urethra plasma
While the main transmission route of the bacterium ureaplasma is sexual contact, it is not considered a classic sexually transmitted infection or STD.

Ureaplasma is a type of tiny bacteria residing extracellularly as a normal habitant in the mucus membrane of the human respiratory and urogenital tract. They are prokaryotes that belong to a class of bacteria called Mycoplasma, the smallest free-living organisms that lack a definite cell wall. The absence of a proper cell wall and biofilm-forming ability makes them unique among other species of bacteria because they show negative gram stain and resistance to widely prescribed antimicrobial agents, such as beta-lactams.

Ureaplasma is detected normally in the balance of the lower urinary tract of healthy people. However, when they multiply in large quantities, producing huge colonies of bacteria, they may invade into the deeper layers of mucosae. This causes opportunistic infections in susceptible populations. Ureaplasma is not a typical sexually transmitted infection or STD, but it can be transmitted through sexual contact.

How is ureaplasma transmitted?

Ureaplasma is recognized as one of the most common bacteria responsible for causing human urogenital infections, including nongonococcal urethritis in men and pregnancy complications in women. Studies have detected the presence of bacteria in the vaginal flora of 40 percent of sexually inactive and 67 percent of sexually active women of reproductive age and 25 percent of postmenopausal women. The main transmission route of ureaplasma is sexual contact but it is not considered a classic sexually transmitted infection or STD. There is an increased chance of passing the infection to a fetus or newborn during labor if the mother gets a ureaplasma infection during pregnancy.

Approximately 80 percent of healthy women are found to have ureaplasma in their cervical or vaginal secretions, and the prevalence tends to be higher with increased sexual activity. It has been noted that vaginal infections with ureaplasma were higher among women who had multiple sexual partners.

What are the signs and symptoms of ureaplasma?

When the population of ureaplasma starts augmenting more than the normal flora, it damages tissues eliciting the immune response against them, leading to certain signs and symptoms, such as:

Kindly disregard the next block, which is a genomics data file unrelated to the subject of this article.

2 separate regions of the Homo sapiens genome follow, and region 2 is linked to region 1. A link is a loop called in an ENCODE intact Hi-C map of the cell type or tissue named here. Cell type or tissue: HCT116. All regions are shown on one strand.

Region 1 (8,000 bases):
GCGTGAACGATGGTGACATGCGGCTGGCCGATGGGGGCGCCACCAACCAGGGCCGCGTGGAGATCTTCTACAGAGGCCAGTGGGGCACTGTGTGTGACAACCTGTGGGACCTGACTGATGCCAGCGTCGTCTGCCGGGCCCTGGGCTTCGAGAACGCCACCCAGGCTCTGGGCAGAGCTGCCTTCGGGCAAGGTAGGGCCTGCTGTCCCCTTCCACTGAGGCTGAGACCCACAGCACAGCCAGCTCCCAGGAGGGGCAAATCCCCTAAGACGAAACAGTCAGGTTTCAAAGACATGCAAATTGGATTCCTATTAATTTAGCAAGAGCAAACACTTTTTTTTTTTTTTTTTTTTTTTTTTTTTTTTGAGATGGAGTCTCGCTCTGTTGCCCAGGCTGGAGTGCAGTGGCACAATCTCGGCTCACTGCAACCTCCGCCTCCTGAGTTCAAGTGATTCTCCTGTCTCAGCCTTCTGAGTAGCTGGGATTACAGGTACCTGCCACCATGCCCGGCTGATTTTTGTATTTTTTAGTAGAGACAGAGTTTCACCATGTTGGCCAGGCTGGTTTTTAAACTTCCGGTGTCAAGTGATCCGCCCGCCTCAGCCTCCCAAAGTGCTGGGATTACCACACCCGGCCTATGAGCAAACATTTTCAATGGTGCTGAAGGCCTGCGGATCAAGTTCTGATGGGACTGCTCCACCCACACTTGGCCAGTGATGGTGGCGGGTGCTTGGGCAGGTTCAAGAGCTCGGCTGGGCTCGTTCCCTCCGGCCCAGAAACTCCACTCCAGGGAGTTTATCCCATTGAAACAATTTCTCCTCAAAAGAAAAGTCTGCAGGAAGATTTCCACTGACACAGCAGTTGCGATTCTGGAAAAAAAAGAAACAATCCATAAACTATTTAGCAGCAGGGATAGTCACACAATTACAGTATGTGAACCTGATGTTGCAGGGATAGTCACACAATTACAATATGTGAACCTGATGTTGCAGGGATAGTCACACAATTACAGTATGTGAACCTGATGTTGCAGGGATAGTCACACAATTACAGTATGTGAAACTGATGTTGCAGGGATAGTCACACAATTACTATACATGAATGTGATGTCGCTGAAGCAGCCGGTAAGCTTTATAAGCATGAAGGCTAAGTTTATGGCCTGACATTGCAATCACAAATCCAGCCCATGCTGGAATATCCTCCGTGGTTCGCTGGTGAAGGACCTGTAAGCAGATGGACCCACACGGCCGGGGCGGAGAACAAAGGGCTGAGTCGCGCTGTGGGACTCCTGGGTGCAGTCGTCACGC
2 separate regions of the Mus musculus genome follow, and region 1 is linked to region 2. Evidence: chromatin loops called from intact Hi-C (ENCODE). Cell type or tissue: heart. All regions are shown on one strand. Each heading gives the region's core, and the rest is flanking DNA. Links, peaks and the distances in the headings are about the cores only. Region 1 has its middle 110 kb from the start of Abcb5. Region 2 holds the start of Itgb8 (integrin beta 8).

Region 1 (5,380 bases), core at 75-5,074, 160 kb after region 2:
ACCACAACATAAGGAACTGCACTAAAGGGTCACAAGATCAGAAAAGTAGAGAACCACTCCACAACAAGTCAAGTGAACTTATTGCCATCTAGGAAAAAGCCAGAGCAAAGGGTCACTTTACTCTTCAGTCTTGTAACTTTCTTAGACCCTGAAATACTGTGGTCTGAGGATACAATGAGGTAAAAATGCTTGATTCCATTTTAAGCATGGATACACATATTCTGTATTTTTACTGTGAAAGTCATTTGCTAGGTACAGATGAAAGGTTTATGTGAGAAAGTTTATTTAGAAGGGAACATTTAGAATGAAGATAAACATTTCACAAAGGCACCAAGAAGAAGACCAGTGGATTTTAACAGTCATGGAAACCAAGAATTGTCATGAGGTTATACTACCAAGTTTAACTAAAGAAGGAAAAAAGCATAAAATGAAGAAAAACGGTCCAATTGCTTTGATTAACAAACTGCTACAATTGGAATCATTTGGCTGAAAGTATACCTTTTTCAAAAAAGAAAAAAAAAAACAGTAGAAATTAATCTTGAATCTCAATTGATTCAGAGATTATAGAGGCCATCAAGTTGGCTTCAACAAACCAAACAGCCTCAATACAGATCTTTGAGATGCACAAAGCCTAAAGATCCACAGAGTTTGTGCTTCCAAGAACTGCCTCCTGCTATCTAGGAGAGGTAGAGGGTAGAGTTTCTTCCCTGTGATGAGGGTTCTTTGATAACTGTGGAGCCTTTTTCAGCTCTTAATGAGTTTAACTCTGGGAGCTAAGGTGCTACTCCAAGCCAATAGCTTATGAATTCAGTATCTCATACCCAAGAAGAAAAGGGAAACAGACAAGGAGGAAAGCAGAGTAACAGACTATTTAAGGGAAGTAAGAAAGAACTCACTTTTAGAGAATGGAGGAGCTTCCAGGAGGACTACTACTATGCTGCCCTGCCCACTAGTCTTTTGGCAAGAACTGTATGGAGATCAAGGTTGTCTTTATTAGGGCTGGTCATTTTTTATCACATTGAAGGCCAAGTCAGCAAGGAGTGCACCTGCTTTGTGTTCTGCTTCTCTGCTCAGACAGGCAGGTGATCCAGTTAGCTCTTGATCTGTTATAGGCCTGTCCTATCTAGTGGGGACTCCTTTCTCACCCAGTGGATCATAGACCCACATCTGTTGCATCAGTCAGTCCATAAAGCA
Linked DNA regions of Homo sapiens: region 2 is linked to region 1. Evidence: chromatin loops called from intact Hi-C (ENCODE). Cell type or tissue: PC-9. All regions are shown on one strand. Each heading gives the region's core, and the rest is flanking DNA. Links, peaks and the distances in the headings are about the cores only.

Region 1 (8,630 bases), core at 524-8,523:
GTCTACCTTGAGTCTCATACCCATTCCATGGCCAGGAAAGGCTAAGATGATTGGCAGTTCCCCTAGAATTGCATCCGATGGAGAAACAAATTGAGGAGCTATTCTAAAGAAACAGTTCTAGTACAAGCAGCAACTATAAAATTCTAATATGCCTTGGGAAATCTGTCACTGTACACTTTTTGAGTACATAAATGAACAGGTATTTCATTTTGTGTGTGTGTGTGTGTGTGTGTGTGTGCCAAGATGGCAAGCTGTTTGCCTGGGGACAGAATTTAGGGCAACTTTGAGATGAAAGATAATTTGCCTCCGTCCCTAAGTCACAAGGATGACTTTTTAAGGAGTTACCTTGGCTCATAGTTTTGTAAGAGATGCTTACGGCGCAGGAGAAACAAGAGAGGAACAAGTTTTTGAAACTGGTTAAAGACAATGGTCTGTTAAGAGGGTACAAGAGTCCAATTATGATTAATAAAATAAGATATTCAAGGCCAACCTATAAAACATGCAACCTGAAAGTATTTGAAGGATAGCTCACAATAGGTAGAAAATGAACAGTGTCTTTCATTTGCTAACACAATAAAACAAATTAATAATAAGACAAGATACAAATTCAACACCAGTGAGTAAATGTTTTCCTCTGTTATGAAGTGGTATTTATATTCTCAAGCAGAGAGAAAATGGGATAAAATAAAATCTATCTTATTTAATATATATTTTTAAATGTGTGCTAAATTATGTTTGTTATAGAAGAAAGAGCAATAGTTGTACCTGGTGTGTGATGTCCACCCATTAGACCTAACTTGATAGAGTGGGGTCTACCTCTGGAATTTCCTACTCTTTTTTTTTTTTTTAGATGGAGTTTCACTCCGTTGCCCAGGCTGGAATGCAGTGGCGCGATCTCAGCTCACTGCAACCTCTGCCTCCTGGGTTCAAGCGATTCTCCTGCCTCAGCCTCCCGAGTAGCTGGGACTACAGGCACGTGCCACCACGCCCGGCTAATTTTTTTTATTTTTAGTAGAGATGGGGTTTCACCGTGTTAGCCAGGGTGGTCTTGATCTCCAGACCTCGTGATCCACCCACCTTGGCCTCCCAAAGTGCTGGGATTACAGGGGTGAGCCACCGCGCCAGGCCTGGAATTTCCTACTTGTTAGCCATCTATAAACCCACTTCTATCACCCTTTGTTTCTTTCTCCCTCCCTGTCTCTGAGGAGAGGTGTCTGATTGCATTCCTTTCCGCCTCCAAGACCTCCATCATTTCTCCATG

• Intense pain during urination
  • A burning sensation in the urethra (the tube-like structure through which urine is discharged from the bladder) or the vaginal area
  • Vaginal discharge
  • Abdominal pain
  • Swelling near the opening of the urethra
  • Pain or odor from the discharge

They predispose an individual to certain conditions, such as:

They can increase complications in pregnancy by accelerating the onset of certain conditions, such as:

  • Rupture of the fetal membrane
  • Low birth weight
  • Funisitis (inflammation of the umbilical stump)
  • Infection of the membranes around the fetus
  • Preterm labor
  • Postpartum endometritis
  • Invasion in placenta

How is ureaplasma diagnosed?

The following diagnostic tests are usually done if a person is showing the signs and symptoms of ureaplasma:

  • Swab sample from the cervix
  • Urine sample examination
  • The swab of the endometrial lining
  • Endometrial biopsy

How is ureaplasma treated?

The treatment normally involves using a course of antibiotics that are effective against the bacteria. Care should be taken while choosing antibiotics for pregnant women or newborns.

Treatment for ureaplasma may include:

  • Antibiotics, such as azithromycin or doxycycline, can be used for the treatment of urinary tract infections or genital tract infections caused by the bacteria. For drug-resistant bacteria, other classes of drugs, such as erythromycin or fluoroquinolones, can be used.
  • Newborns with lung manifestations caused by ureaplasma infection could be treated with erythromycin.
  • Pregnant women who have premature rupture of membranes could be treated with macrolide antibiotics, such as clarithromycin, azithromycin, and erythromycin.

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Medically Reviewed on 10/12/2021
References
Waites KB. Ureaplasma Infection. Medscape. https://emedicine.medscape.com/article/231470-overview